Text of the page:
GOP rep Campfield (R) puts in his two cents which are actually worth far less. He says:

The “Black factor”? AHHH! the race card. Democrats favorite tool. It makes me laugh as Democrats keep dropping it over and over calling Tennessee Republicans “A bunch of backwards dumb, racist” Lets see, Ford jr. got more republican crossovers when he repackaged himself as a conservative (and almost won) against moderate Bob Corker. Were the same people racist and dumb then?

Wrong. Jr got around 3% of the GOP vote, if that. Were the same people racist and dumb then? Probably. I’m working on finding actual numbers but my theory is that those people didn’t vote in the Senate election in significant numbers. Remember, it is an off year election. Why do they call them “off year,” kids?

PS: Newscoma’s letter to Sasser is an interesting one (sorry to confess I had not read). I think what she experienced with Sasser and other party leadership is common, and I don’t think it’s a TN only thing. I have to say I probably did it too when I was working, but more often than not I did manage to return phone calls and meet with people.

8 Comments leave one →
  1. November 8, 2008 8:23 am

    Tanner toyed several years ago of switching parties. I don’t think he really has to. I ran a story back in the summer that he was sticking with Hillary after she suspended (conceded.)
    It was amazing, really, that although this county voted McCain, his courtesy votes were actually pretty low where other courtesy votes, for Herron and Maddox, were up by three and four thousand.
    I don’t know what I think about that but for some reason, I’ve taken note. I feel like their may be some significance in two years I just don’t know what.

  2. November 8, 2008 9:35 am

    Interesting take. I’ll be linking to it later.

    P.S. Gore was born in D.C.

  3. Tyrone permalink
    November 9, 2008 3:33 pm

    TN Republicans in the state legislature are going to come forward with a social agenda. I guarantee it is coming. They see the writing on the wall. With our economy in shambles, the rising cost of energy and healthcare, and mass job loss Republicans still had a strong showing in Tennessee. That is only going to bolster Republicans claims that they can run and win on “values” issues in 2010 and beyond.

    If the left wing of the party in Tenn want to win statewide and locally they are going to have to be comfortable with the fact that there are conservative members of the party and YES they are real Democrats. John Tanner, Bart Gordon, and Lincoln Davis have proven what they can do in rural, conservative areas. Look at Lincoln for instance, from what I’ve read his opponent this year spent $500,000, Obama lost huge in the 4th and Lincoln still won by a huge 21% margin. Lincoln can play well in urban areas if people listen to his message. Even Jeff Woods at the Nashville Scene, who had previously written Lincoln off, liked his “Why I am a Democrat” video. He can articulate a message that plays well with Democrats and Republicans, urban and rual, and takes the social issues off the table.

    Lincoln, John, and Bart and our Gov, Phil, have shown that moderate Dems can win statewide and winning is what matters most, right?

  4. November 9, 2008 4:25 pm

    right. changed

    I think the GOP will misread the tea leaves if they try to run on values issues next year and the next, especially if people are still focused on economic and other bread and butter issues. Obama called social issues a “distraction” and that appeared to have worked. Problem is, what to attack on at a local level, what will be the issues local candidates are running on.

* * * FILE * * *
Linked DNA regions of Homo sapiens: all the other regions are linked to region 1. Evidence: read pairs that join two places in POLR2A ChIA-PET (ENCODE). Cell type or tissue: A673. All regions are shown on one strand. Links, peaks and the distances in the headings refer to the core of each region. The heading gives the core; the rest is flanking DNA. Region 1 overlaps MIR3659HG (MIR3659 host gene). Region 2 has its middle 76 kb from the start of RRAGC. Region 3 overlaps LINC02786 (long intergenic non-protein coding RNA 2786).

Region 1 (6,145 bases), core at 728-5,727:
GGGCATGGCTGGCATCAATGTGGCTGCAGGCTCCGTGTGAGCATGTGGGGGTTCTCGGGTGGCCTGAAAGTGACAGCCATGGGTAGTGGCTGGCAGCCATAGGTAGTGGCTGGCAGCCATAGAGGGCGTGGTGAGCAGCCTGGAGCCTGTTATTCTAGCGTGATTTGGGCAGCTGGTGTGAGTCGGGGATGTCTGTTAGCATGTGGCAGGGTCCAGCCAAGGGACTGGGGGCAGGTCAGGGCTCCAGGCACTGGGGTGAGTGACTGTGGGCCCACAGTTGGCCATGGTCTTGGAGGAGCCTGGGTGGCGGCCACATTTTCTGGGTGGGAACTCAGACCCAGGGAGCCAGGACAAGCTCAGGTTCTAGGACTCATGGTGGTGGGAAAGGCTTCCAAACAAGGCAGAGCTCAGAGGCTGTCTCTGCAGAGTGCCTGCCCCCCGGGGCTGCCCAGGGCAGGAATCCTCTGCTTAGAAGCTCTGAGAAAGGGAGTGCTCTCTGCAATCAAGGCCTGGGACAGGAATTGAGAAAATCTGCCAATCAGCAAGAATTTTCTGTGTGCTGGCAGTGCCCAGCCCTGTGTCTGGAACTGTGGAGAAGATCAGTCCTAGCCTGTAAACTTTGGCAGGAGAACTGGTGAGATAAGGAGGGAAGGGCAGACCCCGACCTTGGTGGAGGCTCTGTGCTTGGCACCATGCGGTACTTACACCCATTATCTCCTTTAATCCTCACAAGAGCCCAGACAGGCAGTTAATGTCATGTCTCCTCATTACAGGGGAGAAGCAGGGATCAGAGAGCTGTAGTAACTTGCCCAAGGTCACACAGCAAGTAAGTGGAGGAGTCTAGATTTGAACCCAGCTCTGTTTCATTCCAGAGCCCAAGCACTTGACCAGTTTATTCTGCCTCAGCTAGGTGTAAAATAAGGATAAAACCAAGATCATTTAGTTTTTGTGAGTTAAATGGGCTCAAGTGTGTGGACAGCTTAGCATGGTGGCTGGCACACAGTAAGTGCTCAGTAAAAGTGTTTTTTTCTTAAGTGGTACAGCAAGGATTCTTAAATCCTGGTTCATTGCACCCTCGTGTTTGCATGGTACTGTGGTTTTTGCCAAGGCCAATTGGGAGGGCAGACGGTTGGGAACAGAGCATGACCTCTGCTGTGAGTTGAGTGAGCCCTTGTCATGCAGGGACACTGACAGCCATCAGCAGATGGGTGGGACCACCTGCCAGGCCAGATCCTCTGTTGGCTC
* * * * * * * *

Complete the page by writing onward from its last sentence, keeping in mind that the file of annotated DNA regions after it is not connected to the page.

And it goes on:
5. November 9, 2008 11:42 pm

    I don’t think anyone is arguing that all of our candidates need to be as liberal as we are on the blogs. I’m certainly not arguing that. But there’s a fine line between being a moderate or conservative Democrat and essentially being Republican-lite.

    I always cite this example, but the Democrats in Virginia pulled off a miraculous victory in 2006 by getting Jim Webb elected to the Senate. He’s no liberal, he’s a very conservative Democrat. But he articulated a clear Democratic message. He defined himself, rather than let himself be defined by the Republicans. That’s how he earned my respect, even if I disagree with him.

    Tennessee Democrats didn’t do that in this election cycle. They ran campaigns on, as Jeff Woods put it, as “only slightly less crazy than the Republicans.” If you don’t stand for something, you stand for nothing. And if it’s the top of the ticket that’s causing problems downticket, then it’s the job of the state Democratic party, plus those who run the campaigns, to define the downticket candidates independently.

    I certainly recognize that gun-loving conservatives are just as much a part of the Democratic Party as people like me. But you have to define how a Democratic candidate is any different from the Republican candidate, and they didn’t do that in this election.

  6. November 10, 2008 2:53 am

    I don’t think anyone is arguing that all of our candidates need to be as liberal as we are on the blogs.

    Some have, and that implication is always there. What, after all, is a real Democrat, anyway? Apparently, since I support Gay marriage and the national platform and state party does not, then I must not be a real one. Yet, some one, somewhere, is always demanding people campaign as “real Democrats,” the implication being they must all fit into a box or be fake.

    It could be argued convincingly that the Webb win was an anti-Allen referendum. Also, I don’t see how a win by a conservative Dem in VA is a miracle.

    I do not know which candidate Woods is talking about (wasn’t that Kotz?). From what I see, local candidates ran on local issues and some got into negative ad battles with their opponents. What candidates actually ran on social issues this time?

    It isn’t just making sure people know that a D is different from an R. That can often be a surefire way to lose if you live in a small conservative district. There are other ways to win.


  1. TNDP, More Words Of Sage Advice – Newscoma
  2. Sasser Off The Hook – Newscoma